And the three witches represent the story's low point, going for the most unconvincing and uncharismatic of clichés with high pitch wavering voices, and being very un-animated visually. It's so cringe-worthy, I'd have to recommend fast-forwarding over it.

Disappointingly, Scotty and Sulu aren't allowed to say much of anything during their large quantities of screentime, and the tale can't benefit from their usual charm either.

"They tried to tap our conscious minds..."
"And they missed."

Thankfully, once we meet the sorcerer Korob, things pick up considerably. We get a truly enjoyable guest character, some interesting interactions, and episode's playing field shifts nicely into the sci-fi arena of mental-based technologies and alien creatures who are truly different from us in very imaginative ways. The episode continues to indulge this direction throughout the remainder of its time as it adds the intriguing feline character of Sylvia to the roster.

Yes, we do cycle through a number of typical cliché Star Trek story beats, with Kirk seducing the guest star of the week, and fisticuffs, etc., but these seem to be done quite well in general considering what the characters are, and what they correctly notice about each other's tactics. And the episode has a few of its own unique twists thrown in for good measure as well.

Musically, this is the first of Gerald Fried's three big complete scores for the season, with which he will rise to become the dominant voice of season two's new music. There's quite a bit of spookiness and humour in this one, and some unique bits that I don't think were ever tracked into any other episodes. Most noticeable are some action motifs for Kirk which will get developed into full blown themes in Fried's next score "Friday's Child". Nice stuff.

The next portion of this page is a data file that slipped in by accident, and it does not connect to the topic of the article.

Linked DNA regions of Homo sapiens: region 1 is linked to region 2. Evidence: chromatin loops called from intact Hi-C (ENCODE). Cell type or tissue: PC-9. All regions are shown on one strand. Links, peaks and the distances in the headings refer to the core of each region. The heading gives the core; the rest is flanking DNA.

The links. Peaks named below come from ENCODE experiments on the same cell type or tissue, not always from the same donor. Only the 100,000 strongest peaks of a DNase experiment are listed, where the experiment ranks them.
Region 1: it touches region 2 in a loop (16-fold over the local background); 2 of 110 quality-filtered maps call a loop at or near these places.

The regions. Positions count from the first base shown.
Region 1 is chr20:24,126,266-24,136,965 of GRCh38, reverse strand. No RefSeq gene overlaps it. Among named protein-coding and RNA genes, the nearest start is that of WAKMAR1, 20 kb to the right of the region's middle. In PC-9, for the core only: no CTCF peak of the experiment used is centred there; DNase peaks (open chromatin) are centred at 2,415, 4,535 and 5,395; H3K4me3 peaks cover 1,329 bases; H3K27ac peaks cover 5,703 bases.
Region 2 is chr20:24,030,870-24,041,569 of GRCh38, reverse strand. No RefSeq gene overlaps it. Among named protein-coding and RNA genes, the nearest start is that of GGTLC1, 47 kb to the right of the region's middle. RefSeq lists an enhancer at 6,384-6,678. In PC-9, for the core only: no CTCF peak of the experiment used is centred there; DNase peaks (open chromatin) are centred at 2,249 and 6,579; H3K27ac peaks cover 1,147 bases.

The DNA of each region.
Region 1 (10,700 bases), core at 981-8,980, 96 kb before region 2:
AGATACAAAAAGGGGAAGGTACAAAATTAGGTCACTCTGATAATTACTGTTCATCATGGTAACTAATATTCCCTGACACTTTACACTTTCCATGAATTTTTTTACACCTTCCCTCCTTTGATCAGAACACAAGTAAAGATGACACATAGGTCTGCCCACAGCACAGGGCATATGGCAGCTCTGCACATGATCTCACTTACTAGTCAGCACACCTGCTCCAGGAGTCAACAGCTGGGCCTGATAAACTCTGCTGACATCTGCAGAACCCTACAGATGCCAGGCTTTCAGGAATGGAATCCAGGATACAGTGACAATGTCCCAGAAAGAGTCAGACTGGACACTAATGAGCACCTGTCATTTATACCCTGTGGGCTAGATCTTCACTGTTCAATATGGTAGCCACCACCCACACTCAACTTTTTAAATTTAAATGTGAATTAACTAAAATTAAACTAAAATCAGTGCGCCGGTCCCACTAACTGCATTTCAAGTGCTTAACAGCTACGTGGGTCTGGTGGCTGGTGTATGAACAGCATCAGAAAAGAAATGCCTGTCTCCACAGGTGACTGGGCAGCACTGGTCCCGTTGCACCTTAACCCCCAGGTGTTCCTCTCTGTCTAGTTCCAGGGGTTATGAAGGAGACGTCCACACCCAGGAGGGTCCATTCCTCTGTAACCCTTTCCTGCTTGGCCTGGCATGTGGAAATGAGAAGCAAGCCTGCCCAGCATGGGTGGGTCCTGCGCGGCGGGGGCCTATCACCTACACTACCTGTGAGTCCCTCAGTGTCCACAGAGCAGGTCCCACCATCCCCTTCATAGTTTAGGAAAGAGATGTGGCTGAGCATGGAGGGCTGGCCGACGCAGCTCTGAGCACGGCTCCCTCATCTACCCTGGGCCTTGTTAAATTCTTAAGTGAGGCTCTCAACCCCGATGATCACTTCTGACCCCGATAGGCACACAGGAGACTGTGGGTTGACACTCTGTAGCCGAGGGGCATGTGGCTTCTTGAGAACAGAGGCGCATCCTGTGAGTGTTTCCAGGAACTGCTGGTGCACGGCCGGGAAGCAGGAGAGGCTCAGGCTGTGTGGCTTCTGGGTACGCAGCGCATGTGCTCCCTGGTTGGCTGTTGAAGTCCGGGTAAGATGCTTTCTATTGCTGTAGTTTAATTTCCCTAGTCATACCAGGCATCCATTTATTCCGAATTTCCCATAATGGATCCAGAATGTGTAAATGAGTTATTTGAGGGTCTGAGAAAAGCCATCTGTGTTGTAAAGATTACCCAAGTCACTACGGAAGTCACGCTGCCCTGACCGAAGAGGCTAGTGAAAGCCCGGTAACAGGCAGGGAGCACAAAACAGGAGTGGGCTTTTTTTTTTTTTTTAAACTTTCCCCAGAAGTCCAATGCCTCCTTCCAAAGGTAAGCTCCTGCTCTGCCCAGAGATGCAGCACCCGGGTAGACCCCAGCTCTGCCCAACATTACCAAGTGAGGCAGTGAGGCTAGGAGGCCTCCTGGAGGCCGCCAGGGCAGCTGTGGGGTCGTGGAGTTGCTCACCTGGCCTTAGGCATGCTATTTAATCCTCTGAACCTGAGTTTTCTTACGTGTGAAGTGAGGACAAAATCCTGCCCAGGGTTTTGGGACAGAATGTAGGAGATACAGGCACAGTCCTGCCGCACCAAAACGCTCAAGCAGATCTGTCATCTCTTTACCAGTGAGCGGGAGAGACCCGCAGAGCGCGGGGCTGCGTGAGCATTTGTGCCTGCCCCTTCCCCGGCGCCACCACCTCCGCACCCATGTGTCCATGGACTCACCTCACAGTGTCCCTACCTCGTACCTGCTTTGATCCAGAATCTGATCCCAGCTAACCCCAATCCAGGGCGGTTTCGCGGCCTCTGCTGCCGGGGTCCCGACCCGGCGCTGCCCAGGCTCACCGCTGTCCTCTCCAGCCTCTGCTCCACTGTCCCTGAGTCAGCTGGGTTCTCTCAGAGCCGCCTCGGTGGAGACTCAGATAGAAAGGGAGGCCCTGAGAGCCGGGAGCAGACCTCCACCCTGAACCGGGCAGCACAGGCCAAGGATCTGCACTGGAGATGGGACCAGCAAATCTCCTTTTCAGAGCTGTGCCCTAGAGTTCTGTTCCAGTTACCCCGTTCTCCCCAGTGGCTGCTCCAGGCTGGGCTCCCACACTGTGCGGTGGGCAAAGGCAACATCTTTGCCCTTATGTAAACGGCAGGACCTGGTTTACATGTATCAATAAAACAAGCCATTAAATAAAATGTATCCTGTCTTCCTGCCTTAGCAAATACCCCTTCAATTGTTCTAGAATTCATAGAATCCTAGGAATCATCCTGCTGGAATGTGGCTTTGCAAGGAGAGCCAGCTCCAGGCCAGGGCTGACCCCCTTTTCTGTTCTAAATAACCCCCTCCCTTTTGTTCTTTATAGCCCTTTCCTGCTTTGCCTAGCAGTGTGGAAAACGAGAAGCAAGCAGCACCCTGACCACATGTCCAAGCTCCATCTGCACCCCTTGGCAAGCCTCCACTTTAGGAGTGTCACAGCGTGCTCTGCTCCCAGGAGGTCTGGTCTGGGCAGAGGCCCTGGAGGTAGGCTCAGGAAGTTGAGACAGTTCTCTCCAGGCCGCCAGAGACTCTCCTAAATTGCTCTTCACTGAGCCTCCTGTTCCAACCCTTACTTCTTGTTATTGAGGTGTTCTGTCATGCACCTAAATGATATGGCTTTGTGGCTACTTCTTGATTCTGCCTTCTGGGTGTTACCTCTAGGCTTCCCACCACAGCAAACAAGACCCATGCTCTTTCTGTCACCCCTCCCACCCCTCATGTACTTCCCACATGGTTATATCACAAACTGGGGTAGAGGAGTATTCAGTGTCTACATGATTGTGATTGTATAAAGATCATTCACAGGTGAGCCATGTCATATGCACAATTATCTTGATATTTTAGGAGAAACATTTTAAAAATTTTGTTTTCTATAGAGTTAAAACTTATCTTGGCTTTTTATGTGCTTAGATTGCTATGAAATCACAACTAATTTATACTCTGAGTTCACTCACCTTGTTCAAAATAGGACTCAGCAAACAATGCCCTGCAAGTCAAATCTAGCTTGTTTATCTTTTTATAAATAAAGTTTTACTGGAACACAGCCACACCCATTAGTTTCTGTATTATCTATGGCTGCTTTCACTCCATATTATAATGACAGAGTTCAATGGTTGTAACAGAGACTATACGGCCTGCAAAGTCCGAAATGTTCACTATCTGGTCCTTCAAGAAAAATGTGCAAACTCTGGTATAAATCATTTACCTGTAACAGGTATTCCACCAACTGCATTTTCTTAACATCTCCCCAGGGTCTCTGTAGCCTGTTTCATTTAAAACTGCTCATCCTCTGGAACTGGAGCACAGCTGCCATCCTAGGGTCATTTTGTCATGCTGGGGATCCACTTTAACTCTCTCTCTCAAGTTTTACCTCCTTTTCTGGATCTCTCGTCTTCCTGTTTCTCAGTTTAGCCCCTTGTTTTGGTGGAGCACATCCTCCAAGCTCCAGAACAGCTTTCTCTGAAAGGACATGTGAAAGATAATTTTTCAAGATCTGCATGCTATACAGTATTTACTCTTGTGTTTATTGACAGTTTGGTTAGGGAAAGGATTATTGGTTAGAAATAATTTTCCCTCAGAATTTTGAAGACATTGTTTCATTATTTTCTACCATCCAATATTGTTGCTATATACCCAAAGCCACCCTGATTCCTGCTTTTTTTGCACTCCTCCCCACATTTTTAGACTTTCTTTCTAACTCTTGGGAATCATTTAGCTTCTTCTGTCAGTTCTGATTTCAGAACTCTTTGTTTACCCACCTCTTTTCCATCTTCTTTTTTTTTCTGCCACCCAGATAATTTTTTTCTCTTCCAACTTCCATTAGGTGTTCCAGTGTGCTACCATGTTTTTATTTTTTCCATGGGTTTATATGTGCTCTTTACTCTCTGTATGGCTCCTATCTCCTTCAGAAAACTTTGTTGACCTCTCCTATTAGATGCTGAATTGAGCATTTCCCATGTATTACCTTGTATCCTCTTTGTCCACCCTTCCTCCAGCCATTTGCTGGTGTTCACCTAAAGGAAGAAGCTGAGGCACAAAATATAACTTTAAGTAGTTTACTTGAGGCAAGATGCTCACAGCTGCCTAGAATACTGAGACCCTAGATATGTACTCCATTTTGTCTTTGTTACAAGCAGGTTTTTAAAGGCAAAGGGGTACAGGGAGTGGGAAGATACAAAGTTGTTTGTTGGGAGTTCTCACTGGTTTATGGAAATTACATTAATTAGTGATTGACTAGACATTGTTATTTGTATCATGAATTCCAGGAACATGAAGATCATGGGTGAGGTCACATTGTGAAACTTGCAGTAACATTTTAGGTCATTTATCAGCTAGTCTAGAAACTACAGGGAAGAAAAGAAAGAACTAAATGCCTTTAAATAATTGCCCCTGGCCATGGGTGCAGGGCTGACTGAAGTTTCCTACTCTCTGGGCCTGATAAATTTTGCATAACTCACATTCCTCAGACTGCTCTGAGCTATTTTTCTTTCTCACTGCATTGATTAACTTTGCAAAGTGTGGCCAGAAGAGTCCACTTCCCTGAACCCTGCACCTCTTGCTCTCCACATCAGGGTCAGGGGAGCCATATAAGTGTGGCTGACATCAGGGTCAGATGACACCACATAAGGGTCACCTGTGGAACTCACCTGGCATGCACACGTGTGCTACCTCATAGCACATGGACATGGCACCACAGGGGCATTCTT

music by Gerald Fried

"Catspaw" turns out to be quite enjoyable and decent in the end, but is pretty rough during its opening. I'd say I like the episode as a whole, but would only rank it towards the bottom of the mediocre range within all of season two's offerings.

Read our next Star Trek review: Mirror, Mirror

"Catspaw" is now available on DVD and Blu-Ray.
Click on the Amazon symbol for the desired disc format and location nearest you for pricing and availability:

Star Trek Season Two "Purist" Standard DVD Box Set:

Watch the legend continue to develop through its prime. Set contains all 26 episodes from the second season in their original wacky broadcast order, plus new bonus features.

As someone interested in researching how the episodes actually looked and sounded originally, and when and exactly how certain musical cues first debuted, this was the DVD set for me, and it remains the most untampered-with full-season collection of Star Trek out there. Unique extras include pure text commentaries on select episodes. Sadly, these sets are starting to become rare, and prices are now rising as these become collectors' items....


DVD Canada


Standard DVD Extras include:

  • To Boldly Go... Season Two featurette (20 min.)
  • Designing the Final Frontier featurette (22 min.)